3. The customer is ALWAYS right — If the customer is always right, then why are they coming to you?  No, seriously, think about it.  If the customer had all the answers and knew where to find all the resources, why are they knocking on your door?  This is not said to inflate our own egos, but just to help put things into perspective when we’re questioned by a customer or client about our capability and knowledge.  We never want to approach them defensively, but with a bit of enlightenment.  A reminder, so to speak, that we can do what we do because of how long we’ve been doing it, how trained we are at doing what we do and what we know about what we’re doing.
  4. If it worked then, it will work now  — Nope, nope, never.  The problem with this belief should be obvious, but maybe it isn’t.  If you haven’t heard it before, let me share it with you now:  The only constant in business  is change.  Your customers will change, your prices will change, your hours of operation will change, your employees will change and yes, how you do and conduct business will change because the economy and market are always changing.  Don’t believe me?  Fine, don’t change.   Come find me in six months to a year’s time.
  5. Working smart outperforms working hard — Uh, no.  You can work smart, but you still have to work hard.  There’s no way around that.   And we’ve all heard it before: Work smart, not hard!  Let’s be honest, someone had to work hard to come up with that, so what does that tell you?  There really is no substitute for working hard and working smart just means you’ve taken all that hard work and created a system for it.   That’s truly what it is.  Yes, many of us have been working hard only to spin our wheels and get nowhere.  So how do we avoid that trap?  Direction.  Work hard towards something, not just for the sake of working hard.

It’s easy to hold onto what we know and what we believed was working for us when there’s so much new untested crap being thrown our way.  However, we have to be wise and responsive enough to separate what sticks and what sticks to the fan.  The times are always changing.  We need to make we adjust, set sail and flow with it.

The Seven (7) Things Someone Should Have Told Me…

About Starting A Business In My Twenties

When I attempted my first solo venture at 24, I was wide-eyed, hopeful and frustrated.  Yes, all of it.  Don’t ask me how, I just was.  I was frustrated with the economy and job market because no one was hiring inexperience hopefuls, degreed or not, but I was hopeful because the economy was also producing a generation of aspiring entrepreneurs who were tired of waiting for their reject letters or pink slips.  And I figured because I fit into one of those two categories, I could build something for myself from the ground up too.  Ha!  So cute, really I was.   Cute, but more clueless than anything else.  But it took some faltering, failing, starting over, giving up, coming back and failing some more to figure out a reason to the rhyme.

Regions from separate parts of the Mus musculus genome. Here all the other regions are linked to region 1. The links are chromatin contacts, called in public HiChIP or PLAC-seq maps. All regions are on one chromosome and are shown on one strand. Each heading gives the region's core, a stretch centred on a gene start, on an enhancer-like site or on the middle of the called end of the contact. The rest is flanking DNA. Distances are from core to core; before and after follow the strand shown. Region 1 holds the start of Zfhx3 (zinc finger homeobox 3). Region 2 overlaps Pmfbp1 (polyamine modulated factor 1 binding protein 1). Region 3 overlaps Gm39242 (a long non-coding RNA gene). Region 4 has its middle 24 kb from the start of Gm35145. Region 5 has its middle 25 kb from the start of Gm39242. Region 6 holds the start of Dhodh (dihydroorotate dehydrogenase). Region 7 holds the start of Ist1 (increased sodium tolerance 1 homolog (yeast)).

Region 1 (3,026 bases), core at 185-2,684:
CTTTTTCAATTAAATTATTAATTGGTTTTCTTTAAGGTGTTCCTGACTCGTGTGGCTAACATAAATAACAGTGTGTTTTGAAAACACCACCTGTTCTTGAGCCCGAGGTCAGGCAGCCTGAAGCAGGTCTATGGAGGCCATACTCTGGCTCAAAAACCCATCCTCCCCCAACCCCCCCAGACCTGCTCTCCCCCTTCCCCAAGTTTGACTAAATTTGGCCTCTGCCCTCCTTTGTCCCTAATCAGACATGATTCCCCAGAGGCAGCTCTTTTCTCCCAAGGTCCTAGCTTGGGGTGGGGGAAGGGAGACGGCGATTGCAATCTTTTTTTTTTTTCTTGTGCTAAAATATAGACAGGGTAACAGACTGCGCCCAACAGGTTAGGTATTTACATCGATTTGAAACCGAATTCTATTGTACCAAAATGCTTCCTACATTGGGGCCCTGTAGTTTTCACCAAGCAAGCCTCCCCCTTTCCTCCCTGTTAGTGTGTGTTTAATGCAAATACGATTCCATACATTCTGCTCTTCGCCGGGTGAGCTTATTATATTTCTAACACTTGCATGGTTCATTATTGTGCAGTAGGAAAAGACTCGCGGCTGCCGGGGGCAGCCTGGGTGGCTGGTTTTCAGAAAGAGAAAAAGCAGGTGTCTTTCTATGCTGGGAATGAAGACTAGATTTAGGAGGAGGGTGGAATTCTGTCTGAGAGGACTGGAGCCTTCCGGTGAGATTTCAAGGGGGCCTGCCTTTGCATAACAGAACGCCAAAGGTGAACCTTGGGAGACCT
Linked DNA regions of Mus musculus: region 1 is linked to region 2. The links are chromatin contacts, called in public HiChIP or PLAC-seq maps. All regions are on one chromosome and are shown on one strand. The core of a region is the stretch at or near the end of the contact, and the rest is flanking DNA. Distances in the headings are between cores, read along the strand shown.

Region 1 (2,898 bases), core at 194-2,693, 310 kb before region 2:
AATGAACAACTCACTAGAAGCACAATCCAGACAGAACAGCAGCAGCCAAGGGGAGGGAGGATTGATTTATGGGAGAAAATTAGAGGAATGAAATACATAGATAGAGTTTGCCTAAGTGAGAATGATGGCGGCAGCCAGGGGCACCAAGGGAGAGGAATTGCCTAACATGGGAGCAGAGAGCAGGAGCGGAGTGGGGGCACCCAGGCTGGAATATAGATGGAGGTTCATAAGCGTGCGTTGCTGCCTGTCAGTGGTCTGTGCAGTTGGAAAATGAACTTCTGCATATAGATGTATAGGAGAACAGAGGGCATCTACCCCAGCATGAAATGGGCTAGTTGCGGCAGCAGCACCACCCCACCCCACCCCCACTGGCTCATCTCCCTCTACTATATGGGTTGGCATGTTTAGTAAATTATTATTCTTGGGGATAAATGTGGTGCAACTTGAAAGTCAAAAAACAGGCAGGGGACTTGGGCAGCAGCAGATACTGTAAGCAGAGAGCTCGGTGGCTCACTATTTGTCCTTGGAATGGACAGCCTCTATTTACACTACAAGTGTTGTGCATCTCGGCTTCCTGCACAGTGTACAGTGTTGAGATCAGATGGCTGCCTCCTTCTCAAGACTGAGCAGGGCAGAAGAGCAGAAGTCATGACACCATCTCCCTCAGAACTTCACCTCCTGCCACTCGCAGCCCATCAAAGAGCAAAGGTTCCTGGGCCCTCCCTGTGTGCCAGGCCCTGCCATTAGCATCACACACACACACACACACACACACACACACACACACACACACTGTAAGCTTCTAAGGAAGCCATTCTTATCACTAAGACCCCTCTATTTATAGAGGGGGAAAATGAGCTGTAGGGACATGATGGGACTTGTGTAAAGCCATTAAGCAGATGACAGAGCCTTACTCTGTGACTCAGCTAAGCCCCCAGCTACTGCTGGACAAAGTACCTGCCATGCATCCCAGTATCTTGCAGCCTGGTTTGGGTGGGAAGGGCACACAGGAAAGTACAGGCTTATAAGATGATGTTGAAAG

I use to think that it was inexperience that was against me.  What the hell did I know in my 20’s – more importantly, what the hell have I done in my 20’s that worthy of going into business for myself?  I also thought it was lack of formal education.  All I had under my belt was a bachelor’s degree that was nowhere near the realm of business.  Who was going to take someone supposedly in business seriously who never studied business?  It could’ve been I lacked confidence in what I could offer because I was still figuring all that out and testing the waters. Or, maybe I didn’t know enough people or wasn’t putting the word out as often as I should have.  It could have been any one of these things, it could be all of those things, it could be NONE of those things.  Business, whatever the industry, is quite often a hit-and-miss game.  You’re gonna miss more than you hit, but you gotta keep throwing to see whether or not you’re gonna hit.  Very much like a game of darts, I suppose.  Despite all of that, there were some really trivial things I should have known (or wished I was told) before I ever stuck my foot out there.

  1. Be an asset –whenever possible as often as possible.  People remember what you do for them, not what you tell them.  You can yap all day, every day about how you got a business, but if that business isn’t relieving someone’s aches and pains, no one cares.  Be an asset to those who aren’t even a client or you wouldn’t normally take on as a client.  When you start building referrals that build your business.
  2. Don’t do it for free if you’re not going to do it right — Pro Bono is fine and all for the experience, but if you’re going to half-ass it, don’t even bother.  Even free shoddy work speaks poorly (and loudly) of you.  You may need the work or the experience, but not at the expense of your name.
  3. Never diminish your work ethic — It’s tempting to, especially with all the tools and apps available to kind of automate stuff for you.  Uh-uh.  Won’t fly.  Repeat business comes down to how well your business was delivered the first time.  It doesn’t matter if that was your first client or your 15th, the delivery should still be the same.
  4. You cannot rush time — Man, oh, man.  I’m completely guilty of this one.  And this is probably one of the reasons why I failed so many times.  I wasn’t trying to cut corners, I was just trying to push things along a little faster.  I don’t equate anything to luck (I’m more of a “fortunate” kind of person) but timing is a huge factor.  As in, everything needed its time.  Time to build, time to develop, time to promote, time to test, time to grow.  If you don’t give elements in business their respective time, you’re building on shaky ground.  Ask me how I know.